Hmm. On the one hand, it makes perfect sense for a brand's ad campaign to mirror the essence of the brand. On the other hand, if you're Holiday Inn, you might want to shoot a bit higher. Alas, Holiday Inn chose to properly reflect the douchenozzles (thanks, George) who frequent the place.
In these four spots (1, 2, 3, 4) from Fallon, the agency followed research which found almost half of all business travelers say they've been "picked up or hit on" in the morning. And, 14 percent of those went on to form romantic relationships. In the commercials, we see a group of business people eating breakfast at a Holiday Inn buffet. Stupid jokes and awkward buffoonery ensue. And the announcer dares to close each spot by saying "check out the new hot bar in town." Really.
It seems a new commercial for Australia's Commonwealth Bank has the land of down under angry for two reasons: the bank left Australian agencies behind and came to American agency Goodby Silverstein to create the work. And, secondly, they think the campaign, itself, sucks. Even Australian ad legend John Singleton got in on the hating and called on the bank's CEO to pull the ad because it is "obscene" and a "waste of money."
JWT France has created a spectacularly engaging three minute video that encapsulates the life of a lowly cubicle worker, the mocking he receives from his coworkers, the glowering he receives from his boss and the relief he receives when he takes a break to grab a Kit Kat.
In the video, our lowly cubicle worker leaves behind the taunting co-workers, the menacing boss and even the office hottie (who the animators clearly had fun creating) for a life atop his office building which has grown to spacious heights offering a view of a solar system full of, yes, Nestle candy.
AOL just now released its results for the top-ranked ads in its 6th Annual AOL Super Sunday Ad Poll, sponsored by Verizon. Here's the top five:
1. Budweiser Clydesdale/dalmatian ad
2. Bridgestone squirrel spot
3. Coca-Cola's Balloons
4. Life Water's Thriller
5. E-Trade's talking baby spot
"Advertisers bring their 'A' games to the Super Bowl commercials, and Budweiser scored an impressive victory this year as the best of the best," gushed GM Derrick Heggans of AOL Sports. Nothing new there.
Gotta say we're glad the Coke Balloons spot made it into somebody's top five. But what'd we tell you? There's no beating Rocky. Maybe next time, Charlie Brown.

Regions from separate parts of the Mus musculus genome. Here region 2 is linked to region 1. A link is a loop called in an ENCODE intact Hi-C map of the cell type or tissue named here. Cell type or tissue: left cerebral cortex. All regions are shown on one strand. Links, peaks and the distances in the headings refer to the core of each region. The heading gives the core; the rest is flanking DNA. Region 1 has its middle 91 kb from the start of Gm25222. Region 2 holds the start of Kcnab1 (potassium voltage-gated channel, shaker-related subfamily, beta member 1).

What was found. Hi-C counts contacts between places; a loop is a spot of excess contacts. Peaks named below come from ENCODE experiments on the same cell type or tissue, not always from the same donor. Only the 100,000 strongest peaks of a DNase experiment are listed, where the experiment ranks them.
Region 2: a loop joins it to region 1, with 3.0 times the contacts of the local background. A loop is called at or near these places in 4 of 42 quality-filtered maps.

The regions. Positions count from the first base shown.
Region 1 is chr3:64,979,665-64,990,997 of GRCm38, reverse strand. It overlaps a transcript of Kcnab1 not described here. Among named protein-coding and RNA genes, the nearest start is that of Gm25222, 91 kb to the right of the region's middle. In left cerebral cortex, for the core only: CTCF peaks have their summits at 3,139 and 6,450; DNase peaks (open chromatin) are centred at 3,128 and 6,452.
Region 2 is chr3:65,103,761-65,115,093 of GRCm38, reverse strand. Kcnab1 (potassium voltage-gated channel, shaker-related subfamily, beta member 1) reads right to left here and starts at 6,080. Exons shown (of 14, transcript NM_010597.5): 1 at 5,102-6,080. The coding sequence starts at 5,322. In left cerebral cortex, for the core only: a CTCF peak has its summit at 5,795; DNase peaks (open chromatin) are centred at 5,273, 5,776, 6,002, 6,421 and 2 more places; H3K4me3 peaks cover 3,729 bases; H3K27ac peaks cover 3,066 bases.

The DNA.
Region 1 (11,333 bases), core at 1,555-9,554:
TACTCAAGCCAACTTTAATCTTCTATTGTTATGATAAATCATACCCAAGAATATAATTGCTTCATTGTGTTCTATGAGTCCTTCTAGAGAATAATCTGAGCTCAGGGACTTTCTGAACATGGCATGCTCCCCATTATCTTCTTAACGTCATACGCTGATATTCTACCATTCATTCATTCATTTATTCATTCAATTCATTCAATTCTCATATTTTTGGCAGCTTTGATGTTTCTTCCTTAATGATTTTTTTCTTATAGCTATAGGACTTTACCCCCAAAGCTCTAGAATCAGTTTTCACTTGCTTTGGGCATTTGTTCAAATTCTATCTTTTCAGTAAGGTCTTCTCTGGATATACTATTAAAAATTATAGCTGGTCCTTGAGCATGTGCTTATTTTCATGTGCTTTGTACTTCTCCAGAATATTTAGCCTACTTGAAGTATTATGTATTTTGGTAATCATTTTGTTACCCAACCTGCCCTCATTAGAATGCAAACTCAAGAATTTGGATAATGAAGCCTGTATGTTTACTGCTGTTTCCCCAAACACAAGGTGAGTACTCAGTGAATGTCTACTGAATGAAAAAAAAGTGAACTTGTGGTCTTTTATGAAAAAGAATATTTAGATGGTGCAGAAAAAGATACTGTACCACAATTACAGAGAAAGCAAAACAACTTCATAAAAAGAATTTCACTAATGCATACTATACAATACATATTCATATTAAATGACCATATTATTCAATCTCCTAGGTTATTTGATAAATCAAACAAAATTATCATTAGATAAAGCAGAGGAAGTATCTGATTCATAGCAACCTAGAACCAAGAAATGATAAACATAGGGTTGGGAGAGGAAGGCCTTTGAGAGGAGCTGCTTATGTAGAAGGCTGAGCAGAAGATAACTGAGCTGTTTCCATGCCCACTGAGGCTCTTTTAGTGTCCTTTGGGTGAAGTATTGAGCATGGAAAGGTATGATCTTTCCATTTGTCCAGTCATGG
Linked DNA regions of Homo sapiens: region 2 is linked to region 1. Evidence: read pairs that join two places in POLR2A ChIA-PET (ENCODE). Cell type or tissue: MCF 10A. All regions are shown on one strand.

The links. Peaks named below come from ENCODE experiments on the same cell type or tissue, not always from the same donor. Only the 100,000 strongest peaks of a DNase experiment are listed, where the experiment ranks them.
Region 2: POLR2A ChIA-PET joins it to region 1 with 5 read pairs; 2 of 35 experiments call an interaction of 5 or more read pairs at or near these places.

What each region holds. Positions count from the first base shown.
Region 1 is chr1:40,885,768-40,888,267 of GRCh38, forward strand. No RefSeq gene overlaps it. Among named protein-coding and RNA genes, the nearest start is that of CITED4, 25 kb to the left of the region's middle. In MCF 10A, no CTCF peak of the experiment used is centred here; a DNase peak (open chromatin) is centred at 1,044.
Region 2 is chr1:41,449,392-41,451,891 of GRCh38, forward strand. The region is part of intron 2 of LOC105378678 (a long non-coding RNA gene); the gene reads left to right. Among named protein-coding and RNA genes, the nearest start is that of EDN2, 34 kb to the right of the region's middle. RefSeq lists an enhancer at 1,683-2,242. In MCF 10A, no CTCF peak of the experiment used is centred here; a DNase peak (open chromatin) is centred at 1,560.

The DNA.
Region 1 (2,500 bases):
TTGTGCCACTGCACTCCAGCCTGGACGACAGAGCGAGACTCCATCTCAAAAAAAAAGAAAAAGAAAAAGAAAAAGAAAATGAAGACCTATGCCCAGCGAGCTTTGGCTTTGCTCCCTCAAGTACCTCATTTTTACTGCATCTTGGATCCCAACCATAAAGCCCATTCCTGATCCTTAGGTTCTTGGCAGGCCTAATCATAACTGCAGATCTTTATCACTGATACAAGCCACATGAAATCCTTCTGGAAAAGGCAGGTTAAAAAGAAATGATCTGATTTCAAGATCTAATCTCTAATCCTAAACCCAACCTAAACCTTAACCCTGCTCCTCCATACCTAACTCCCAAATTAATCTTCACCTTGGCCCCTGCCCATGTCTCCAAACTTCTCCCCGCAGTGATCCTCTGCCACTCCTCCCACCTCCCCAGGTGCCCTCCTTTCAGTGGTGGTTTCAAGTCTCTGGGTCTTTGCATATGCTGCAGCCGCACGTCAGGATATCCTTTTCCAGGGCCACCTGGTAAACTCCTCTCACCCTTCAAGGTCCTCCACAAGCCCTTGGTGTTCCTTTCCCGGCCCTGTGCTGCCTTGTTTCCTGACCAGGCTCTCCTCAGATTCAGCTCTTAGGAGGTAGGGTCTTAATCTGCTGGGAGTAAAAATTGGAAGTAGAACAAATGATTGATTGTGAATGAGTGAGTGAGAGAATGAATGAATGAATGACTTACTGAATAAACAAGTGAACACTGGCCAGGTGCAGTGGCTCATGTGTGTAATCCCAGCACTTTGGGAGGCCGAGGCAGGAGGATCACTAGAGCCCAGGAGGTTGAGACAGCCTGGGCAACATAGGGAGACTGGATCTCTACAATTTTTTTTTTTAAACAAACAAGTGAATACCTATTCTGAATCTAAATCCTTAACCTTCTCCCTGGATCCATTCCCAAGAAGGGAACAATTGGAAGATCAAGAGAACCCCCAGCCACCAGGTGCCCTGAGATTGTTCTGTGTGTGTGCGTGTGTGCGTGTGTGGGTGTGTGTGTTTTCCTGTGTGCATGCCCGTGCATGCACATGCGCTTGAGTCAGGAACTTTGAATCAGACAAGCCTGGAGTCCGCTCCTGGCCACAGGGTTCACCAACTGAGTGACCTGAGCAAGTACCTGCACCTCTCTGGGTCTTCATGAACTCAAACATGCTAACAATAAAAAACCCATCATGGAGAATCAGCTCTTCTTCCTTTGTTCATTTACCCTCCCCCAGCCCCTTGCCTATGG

Created by Venables Bell & Partners, Audi's much talked about Godfather-themed R8 Super Bowl commercial (preview) is worthy of the discussion it has created. The ad, which marks the automaker's return to the Super Bowl for the first time in 20 years, features Alex Rocco's Godfather character Moe Green in the famous scene during which the Jack Wolz character wakes up to find the bloody head of his prized stud horse in bed with him.
We have to tip our hat to Wieden + Kennedy for their Super Bowl efforts this year for Coke. In Jinx, which we reviewed here, Republican pundit Bill Frist and Democratic pundit James Carville share a friendly day together in Washington. In the second Super Bowl spot W+K created for Coke, we are treated to the slow, graceful dance of two Macy's Day Parade balloons as they engage in a battle for a balloon in the form of a Coke bottle. In the end, a third balloon, Charlie Brown, wins the prize high above Central Park.
We actually like this Coke spot featuring Republican pundit Bill Frist and Democratic pundit James Carville who find themselves in the situation of saying the same thing at the same time. Of course, the rules regarding that apply and Frist calls "jinks" on Carville and tells Carville he has to buy him a Coke. The two then embark upon a day together in Washington.
Ah yes, recall the cheesiness of last year's Super Bowl ad for Salesgenie in which a wannabe suave, debonair dude hops out of his mid-life crisis sports car and utter, "I don't work hard. I work smart." Eesh. At least this year we don't have a repeat of that debacle. But we will have cartoons. Two of them. And cheesiness works just fine in commercials.
In the first ad, a married panda bear couple is stress out because they have now customers and fear they will go out of business. Thankfully, Panda Psychic comes to the rescue and recommends Salesgenie and its 100 free leads offered new users. Love that bamboo sports car at the end.
Courtesy of MediaPost's Out to Launch, we have one of the two ads Gatorade will run for its G2 low calorie drink. One ad will feature Dwyane Wade and one will feature Derek Jeter. The Derek Jeter ad has Jeter walking through the streets of New York while elements of a baseball field follow him and fill in the landscape behind him. There's some nice special effects in this ad but aside from that, there is absolutely nothing special about this ad. It's run-of-the-mill celebu-sport figure 101. Not quite lame but close.
We've got two more advance Super Bowl screenings for you. They come courtesy of Goodby, Silverstein & Partners and, yes, they are those much talked about Hyundai commercials which, in a nice press-play "will we, won't we" dance, kept everyone wondering if we'd ever see them. Well, here they are.
The first, called Tomorrow is a bit pompous in its assumption it'll rank quite highly on USAToday's Ad Meter and that Mercedes, BMW and Lexus aren't going to be too happy. First, who cares about the USAToday Ad Meter. Aside from the press play it gets, which can't, of course, be ignored, it's a highly unscientific, meaningless popularity contest. Second, apart from its insider appeal to the ad industry, it's a fairly innocuous commercial without much going on except for some nice beauty shots of the car. Having said that, it's a pretty amazing looking car coming from Hyundai which, in one sense, is the entire point of the commercial.